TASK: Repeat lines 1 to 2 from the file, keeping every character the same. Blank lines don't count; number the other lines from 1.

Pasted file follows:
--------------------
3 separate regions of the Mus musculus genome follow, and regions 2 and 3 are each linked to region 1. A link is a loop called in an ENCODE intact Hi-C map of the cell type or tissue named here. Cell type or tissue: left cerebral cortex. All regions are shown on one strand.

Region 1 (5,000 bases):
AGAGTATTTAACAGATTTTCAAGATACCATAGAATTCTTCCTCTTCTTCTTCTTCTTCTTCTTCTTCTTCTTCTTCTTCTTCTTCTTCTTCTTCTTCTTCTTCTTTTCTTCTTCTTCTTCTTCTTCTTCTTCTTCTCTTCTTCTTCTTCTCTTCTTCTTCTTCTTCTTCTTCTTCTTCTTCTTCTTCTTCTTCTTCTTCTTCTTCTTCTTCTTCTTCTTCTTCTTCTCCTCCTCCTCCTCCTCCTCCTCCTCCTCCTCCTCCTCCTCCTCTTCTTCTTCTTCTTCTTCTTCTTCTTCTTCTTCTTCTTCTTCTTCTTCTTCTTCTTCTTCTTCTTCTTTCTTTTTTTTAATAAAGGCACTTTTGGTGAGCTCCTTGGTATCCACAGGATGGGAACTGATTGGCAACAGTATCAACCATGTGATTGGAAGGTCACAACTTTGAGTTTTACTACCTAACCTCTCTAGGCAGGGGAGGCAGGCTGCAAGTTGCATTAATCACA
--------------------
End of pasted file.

3 separate regions of the Mus musculus genome follow, and regions 2 and 3 are each linked to region 1. A link is a loop called in an ENCODE intact Hi-C map of the cell type or tissue named here. Cell type or tissue: left cerebral cortex. All regions are shown on one strand.

Region 1 (5,000 bases):